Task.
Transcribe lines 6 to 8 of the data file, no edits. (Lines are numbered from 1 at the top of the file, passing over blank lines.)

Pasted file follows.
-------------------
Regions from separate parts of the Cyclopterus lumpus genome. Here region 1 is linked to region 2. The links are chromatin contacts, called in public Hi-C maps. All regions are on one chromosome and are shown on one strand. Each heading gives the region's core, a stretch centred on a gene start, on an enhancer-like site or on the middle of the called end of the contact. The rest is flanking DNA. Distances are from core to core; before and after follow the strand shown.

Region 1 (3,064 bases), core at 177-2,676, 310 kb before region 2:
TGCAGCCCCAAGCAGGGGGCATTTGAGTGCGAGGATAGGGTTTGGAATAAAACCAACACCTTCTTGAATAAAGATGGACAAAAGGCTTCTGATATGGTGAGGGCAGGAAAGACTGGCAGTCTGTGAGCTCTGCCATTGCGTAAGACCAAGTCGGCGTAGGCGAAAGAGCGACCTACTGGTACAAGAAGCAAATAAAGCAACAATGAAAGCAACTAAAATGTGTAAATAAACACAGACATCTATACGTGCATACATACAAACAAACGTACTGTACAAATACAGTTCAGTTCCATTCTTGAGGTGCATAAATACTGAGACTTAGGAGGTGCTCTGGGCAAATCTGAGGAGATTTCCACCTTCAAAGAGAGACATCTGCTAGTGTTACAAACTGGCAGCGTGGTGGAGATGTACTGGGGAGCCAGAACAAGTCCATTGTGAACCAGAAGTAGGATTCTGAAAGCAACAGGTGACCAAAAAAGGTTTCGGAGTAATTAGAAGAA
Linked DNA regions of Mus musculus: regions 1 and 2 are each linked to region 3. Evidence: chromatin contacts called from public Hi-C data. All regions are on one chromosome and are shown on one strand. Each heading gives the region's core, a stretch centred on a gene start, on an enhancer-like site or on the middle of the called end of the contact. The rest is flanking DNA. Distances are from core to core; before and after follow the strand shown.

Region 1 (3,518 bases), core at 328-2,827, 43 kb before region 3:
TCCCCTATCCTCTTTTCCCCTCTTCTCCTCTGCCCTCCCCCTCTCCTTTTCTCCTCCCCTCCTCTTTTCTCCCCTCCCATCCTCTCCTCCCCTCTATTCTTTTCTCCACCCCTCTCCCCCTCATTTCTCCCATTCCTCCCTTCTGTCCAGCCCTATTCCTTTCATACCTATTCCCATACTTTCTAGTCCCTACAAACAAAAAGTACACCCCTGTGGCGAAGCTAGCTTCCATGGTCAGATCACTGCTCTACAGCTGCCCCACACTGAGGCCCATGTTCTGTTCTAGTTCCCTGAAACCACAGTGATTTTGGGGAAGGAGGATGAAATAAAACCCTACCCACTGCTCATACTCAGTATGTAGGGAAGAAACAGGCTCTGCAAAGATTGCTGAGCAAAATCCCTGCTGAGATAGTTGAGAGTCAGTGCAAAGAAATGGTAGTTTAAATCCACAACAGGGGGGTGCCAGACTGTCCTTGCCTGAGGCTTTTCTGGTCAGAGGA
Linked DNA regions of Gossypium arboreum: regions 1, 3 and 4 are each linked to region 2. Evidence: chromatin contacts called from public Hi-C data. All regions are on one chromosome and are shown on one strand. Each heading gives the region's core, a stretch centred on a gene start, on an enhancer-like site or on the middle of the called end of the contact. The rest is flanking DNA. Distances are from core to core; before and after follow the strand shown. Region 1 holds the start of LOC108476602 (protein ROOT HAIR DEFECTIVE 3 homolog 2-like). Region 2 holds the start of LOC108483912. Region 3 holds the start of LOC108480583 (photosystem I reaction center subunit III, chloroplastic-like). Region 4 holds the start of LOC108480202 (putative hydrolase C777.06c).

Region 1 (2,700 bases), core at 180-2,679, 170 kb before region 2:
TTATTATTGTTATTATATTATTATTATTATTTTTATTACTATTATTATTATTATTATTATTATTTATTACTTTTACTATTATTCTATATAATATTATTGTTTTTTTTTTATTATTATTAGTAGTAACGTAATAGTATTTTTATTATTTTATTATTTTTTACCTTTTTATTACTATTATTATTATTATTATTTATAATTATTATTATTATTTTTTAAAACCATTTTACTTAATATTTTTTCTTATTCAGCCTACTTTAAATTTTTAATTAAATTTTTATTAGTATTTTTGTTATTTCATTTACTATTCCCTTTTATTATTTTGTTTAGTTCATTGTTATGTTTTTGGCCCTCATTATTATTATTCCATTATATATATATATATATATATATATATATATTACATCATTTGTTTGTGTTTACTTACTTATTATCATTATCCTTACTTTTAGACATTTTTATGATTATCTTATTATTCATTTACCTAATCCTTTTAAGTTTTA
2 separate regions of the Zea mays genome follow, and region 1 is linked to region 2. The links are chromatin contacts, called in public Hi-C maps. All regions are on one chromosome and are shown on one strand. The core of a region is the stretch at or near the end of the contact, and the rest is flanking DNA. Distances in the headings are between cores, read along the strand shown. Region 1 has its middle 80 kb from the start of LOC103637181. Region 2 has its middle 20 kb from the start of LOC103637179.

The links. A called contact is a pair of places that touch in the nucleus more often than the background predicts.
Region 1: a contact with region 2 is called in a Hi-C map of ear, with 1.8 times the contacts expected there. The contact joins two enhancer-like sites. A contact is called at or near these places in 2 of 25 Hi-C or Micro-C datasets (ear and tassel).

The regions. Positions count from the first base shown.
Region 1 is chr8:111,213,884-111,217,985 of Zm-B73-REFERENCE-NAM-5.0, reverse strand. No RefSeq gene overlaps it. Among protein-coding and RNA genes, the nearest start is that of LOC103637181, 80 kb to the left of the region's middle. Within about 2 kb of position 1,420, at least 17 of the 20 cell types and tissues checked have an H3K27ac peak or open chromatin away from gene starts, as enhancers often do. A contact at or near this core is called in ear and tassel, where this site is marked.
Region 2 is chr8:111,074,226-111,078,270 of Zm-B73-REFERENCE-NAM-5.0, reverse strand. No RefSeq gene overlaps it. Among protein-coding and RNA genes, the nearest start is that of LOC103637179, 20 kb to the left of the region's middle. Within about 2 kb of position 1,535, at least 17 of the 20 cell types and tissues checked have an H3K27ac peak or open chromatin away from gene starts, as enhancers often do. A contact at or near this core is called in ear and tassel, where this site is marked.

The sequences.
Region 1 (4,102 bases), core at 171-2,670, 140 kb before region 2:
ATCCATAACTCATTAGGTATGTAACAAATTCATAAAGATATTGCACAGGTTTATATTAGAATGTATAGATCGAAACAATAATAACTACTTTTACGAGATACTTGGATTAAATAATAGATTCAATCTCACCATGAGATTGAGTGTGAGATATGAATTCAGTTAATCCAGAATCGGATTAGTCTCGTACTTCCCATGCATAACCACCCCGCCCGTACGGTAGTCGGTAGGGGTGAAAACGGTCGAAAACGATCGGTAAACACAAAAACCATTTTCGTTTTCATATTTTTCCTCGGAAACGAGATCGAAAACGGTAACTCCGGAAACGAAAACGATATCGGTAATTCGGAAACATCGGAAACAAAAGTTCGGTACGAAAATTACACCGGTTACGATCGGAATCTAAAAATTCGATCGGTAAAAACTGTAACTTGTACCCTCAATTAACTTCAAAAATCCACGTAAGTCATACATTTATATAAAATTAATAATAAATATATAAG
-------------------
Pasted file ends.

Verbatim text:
TCCCCTATCCTCTTTTCCCCTCTTCTCCTCTGCCCTCCCCCTCTCCTTTTCTCCTCCCCTCCTCTTTTCTCCCCTCCCATCCTCTCCTCCCCTCTATTCTTTTCTCCACCCCTCTCCCCCTCATTTCTCCCATTCCTCCCTTCTGTCCAGCCCTATTCCTTTCATACCTATTCCCATACTTTCTAGTCCCTACAAACAAAAAGTACACCCCTGTGGCGAAGCTAGCTTCCATGGTCAGATCACTGCTCTACAGCTGCCCCACACTGAGGCCCATGTTCTGTTCTAGTTCCCTGAAACCACAGTGATTTTGGGGAAGGAGGATGAAATAAAACCCTACCCACTGCTCATACTCAGTATGTAGGGAAGAAACAGGCTCTGCAAAGATTGCTGAGCAAAATCCCTGCTGAGATAGTTGAGAGTCAGTGCAAAGAAATGGTAGTTTAAATCCACAACAGGGGGGTGCCAGACTGTCCTTGCCTGAGGCTTTTCTGGTCAGAGGA
Linked DNA regions of Gossypium arboreum: regions 1, 3 and 4 are each linked to region 2. Evidence: chromatin contacts called from public Hi-C data. All regions are on one chromosome and are shown on one strand. Each heading gives the region's core, a stretch centred on a gene start, on an enhancer-like site or on the middle of the called end of the contact. The rest is flanking DNA. Distances are from core to core; before and after follow the strand shown. Region 1 holds the start of LOC108476602 (protein ROOT HAIR DEFECTIVE 3 homolog 2-like). Region 2 holds the start of LOC108483912. Region 3 holds the start of LOC108480583 (photosystem I reaction center subunit III, chloroplastic-like). Region 4 holds the start of LOC108480202 (putative hydrolase C777.06c).

Region 1 (2,700 bases), core at 180-2,679, 170 kb before region 2: